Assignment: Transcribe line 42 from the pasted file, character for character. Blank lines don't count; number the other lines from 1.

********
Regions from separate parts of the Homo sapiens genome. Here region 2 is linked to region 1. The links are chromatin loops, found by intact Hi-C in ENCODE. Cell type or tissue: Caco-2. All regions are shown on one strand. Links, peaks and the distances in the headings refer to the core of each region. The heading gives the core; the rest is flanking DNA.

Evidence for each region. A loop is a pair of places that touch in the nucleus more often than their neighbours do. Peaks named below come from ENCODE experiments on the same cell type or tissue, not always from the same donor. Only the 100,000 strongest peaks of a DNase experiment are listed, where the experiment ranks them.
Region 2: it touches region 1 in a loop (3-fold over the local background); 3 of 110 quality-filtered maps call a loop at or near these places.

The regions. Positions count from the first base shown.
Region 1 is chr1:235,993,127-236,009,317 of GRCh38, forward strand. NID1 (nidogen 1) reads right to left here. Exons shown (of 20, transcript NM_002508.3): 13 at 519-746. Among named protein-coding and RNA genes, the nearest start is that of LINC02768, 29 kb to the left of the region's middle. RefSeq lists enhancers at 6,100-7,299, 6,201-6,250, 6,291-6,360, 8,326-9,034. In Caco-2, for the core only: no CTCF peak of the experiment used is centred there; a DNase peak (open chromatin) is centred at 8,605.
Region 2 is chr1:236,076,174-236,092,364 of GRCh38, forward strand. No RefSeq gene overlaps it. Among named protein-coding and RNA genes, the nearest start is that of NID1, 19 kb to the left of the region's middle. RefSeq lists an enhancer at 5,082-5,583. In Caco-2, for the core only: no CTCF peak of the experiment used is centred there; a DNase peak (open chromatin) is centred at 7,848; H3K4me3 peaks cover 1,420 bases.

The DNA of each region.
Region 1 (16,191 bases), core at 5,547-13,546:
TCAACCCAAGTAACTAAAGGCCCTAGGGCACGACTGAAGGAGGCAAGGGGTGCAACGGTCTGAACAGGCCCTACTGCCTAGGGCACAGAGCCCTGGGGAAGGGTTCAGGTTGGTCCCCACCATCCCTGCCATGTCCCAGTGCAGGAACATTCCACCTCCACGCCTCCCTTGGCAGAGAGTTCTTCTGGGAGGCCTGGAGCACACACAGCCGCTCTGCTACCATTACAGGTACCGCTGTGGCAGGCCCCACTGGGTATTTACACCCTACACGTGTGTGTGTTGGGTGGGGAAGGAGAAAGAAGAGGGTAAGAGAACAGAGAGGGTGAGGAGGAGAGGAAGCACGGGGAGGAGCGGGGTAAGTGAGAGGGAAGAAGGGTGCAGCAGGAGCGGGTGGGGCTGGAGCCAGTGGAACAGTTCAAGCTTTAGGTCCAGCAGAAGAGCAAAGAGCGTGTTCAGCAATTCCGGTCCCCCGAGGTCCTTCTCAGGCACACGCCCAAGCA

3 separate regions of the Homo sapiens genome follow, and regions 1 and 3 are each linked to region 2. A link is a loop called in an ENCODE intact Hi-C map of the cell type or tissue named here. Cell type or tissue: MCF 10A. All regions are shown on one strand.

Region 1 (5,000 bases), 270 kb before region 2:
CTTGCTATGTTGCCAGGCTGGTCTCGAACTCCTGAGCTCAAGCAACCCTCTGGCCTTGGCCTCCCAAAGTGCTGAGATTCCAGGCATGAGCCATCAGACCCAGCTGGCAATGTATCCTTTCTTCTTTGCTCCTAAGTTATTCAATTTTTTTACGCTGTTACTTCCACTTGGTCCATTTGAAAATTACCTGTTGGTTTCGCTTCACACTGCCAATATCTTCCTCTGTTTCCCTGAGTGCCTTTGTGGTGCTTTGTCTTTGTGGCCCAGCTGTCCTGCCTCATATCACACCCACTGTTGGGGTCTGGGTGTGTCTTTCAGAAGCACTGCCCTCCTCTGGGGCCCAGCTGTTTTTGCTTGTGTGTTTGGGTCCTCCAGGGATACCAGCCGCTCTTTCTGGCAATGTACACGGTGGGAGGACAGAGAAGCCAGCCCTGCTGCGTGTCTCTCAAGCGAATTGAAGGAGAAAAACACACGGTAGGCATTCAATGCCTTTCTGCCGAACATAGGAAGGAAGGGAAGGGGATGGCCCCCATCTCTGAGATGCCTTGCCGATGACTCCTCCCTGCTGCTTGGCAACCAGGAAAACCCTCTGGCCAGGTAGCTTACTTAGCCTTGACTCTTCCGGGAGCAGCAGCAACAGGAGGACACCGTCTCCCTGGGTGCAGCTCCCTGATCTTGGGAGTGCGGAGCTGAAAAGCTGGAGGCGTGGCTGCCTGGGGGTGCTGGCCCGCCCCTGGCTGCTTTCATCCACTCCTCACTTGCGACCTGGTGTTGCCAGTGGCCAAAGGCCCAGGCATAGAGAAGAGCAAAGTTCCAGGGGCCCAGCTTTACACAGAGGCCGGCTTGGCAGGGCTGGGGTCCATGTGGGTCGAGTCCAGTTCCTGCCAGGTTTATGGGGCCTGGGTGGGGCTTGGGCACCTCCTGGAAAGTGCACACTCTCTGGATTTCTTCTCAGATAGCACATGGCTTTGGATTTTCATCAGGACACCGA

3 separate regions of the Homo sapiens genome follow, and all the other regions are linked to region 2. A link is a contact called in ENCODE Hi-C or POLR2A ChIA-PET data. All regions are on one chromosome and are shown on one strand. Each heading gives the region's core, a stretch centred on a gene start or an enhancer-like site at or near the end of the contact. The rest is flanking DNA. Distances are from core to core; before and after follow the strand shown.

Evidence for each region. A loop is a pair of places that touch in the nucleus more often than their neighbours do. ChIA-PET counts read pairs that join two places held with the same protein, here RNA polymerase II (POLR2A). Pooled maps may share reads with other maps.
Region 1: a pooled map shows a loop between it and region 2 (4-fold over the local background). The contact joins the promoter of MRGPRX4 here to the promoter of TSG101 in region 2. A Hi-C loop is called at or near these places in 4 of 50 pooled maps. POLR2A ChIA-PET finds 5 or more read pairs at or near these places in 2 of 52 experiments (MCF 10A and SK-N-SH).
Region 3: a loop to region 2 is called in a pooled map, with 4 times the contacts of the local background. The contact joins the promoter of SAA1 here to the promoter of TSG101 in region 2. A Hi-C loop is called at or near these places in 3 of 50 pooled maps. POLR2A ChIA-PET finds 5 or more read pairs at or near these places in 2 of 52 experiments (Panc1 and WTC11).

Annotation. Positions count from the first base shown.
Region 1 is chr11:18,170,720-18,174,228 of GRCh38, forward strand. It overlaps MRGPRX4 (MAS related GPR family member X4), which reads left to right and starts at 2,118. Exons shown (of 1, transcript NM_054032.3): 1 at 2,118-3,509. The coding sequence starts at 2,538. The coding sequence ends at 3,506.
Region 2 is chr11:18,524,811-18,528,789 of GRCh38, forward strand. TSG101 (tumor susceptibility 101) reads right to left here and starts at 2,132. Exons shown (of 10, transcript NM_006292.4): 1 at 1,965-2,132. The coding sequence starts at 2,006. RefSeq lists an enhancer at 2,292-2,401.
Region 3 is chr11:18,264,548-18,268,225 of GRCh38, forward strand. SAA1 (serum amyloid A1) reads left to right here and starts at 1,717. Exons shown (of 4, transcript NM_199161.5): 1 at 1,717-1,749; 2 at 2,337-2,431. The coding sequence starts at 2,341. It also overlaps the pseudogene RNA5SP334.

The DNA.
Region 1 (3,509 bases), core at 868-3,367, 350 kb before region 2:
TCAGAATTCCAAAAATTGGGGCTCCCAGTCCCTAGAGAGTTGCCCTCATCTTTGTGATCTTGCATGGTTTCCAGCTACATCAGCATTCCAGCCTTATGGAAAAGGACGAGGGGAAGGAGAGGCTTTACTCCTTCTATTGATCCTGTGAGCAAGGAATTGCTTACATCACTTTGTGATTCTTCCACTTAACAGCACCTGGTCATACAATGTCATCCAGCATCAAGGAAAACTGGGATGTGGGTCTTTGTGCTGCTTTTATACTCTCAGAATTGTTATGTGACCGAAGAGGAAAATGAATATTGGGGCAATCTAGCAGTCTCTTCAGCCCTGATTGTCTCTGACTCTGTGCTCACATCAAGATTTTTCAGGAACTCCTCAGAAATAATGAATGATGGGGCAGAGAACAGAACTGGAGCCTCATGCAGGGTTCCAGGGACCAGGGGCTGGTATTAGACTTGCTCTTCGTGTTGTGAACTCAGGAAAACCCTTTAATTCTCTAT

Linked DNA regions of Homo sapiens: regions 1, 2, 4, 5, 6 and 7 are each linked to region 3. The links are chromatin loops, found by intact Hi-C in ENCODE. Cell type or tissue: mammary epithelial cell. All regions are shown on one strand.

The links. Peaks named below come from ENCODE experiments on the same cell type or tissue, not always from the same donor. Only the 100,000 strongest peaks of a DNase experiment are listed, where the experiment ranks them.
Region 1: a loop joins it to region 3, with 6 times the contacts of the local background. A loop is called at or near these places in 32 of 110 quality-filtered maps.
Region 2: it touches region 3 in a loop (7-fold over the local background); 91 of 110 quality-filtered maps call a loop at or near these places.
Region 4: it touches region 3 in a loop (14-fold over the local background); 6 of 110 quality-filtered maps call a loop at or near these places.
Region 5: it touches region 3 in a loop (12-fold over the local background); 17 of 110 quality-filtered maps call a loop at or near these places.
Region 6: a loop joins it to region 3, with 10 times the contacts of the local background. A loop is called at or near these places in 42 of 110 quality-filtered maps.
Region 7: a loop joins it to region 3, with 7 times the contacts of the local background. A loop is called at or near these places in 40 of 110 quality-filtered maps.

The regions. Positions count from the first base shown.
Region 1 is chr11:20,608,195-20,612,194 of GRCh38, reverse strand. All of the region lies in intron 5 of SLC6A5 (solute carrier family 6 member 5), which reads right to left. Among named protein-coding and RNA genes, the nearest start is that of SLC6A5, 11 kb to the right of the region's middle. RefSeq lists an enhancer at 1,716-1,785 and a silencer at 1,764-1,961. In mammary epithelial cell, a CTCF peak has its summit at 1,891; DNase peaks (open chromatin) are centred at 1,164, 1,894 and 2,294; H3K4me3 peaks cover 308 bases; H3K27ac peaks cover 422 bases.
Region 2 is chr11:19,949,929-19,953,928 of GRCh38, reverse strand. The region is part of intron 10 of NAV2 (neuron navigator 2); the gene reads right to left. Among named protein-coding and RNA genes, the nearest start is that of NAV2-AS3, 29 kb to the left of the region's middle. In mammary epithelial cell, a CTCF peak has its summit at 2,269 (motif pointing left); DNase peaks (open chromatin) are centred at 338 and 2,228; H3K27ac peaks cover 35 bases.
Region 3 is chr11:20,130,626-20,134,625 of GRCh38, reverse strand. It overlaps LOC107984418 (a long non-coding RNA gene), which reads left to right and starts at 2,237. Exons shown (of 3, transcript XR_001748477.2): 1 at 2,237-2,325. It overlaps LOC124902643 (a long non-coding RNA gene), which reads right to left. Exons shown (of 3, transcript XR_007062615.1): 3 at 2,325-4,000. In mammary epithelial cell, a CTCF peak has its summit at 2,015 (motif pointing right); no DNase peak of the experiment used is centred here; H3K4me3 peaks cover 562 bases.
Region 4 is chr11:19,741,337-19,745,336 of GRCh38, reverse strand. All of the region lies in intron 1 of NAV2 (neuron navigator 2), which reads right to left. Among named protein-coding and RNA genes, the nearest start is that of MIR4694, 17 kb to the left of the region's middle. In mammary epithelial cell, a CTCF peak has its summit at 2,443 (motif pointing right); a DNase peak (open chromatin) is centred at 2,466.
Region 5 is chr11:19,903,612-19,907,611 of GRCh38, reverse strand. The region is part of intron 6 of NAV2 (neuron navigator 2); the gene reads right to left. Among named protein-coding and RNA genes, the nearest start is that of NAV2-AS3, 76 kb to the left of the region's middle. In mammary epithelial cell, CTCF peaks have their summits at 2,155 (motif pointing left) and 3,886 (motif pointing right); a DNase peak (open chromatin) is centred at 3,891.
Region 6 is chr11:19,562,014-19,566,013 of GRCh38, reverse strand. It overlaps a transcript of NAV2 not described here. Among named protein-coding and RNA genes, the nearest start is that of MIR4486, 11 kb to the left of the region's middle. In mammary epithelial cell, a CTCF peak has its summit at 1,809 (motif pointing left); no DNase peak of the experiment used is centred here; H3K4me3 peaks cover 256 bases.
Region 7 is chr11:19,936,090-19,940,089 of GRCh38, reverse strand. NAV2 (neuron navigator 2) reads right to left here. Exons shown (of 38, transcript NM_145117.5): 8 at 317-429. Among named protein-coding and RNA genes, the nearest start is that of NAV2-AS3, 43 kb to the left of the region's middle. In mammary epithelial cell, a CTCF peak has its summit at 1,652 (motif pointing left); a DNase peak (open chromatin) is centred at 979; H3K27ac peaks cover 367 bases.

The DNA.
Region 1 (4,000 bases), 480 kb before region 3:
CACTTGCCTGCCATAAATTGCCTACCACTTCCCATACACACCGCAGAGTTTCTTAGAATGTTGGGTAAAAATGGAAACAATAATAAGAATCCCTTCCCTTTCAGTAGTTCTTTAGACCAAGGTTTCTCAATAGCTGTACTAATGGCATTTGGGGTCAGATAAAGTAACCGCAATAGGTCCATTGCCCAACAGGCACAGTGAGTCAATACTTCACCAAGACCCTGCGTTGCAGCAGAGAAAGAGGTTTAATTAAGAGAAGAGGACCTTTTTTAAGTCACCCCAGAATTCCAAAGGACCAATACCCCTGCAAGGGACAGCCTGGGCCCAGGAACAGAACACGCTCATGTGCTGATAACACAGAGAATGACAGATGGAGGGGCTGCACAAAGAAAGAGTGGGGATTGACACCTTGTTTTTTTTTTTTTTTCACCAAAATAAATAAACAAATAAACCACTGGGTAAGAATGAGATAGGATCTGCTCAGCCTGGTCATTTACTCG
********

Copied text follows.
CACTTGCCTGCCATAAATTGCCTACCACTTCCCATACACACCGCAGAGTTTCTTAGAATGTTGGGTAAAAATGGAAACAATAATAAGAATCCCTTCCCTTTCAGTAGTTCTTTAGACCAAGGTTTCTCAATAGCTGTACTAATGGCATTTGGGGTCAGATAAAGTAACCGCAATAGGTCCATTGCCCAACAGGCACAGTGAGTCAATACTTCACCAAGACCCTGCGTTGCAGCAGAGAAAGAGGTTTAATTAAGAGAAGAGGACCTTTTTTAAGTCACCCCAGAATTCCAAAGGACCAATACCCCTGCAAGGGACAGCCTGGGCCCAGGAACAGAACACGCTCATGTGCTGATAACACAGAGAATGACAGATGGAGGGGCTGCACAAAGAAAGAGTGGGGATTGACACCTTGTTTTTTTTTTTTTTTCACCAAAATAAATAAACAAATAAACCACTGGGTAAGAATGAGATAGGATCTGCTCAGCCTGGTCATTTACTCG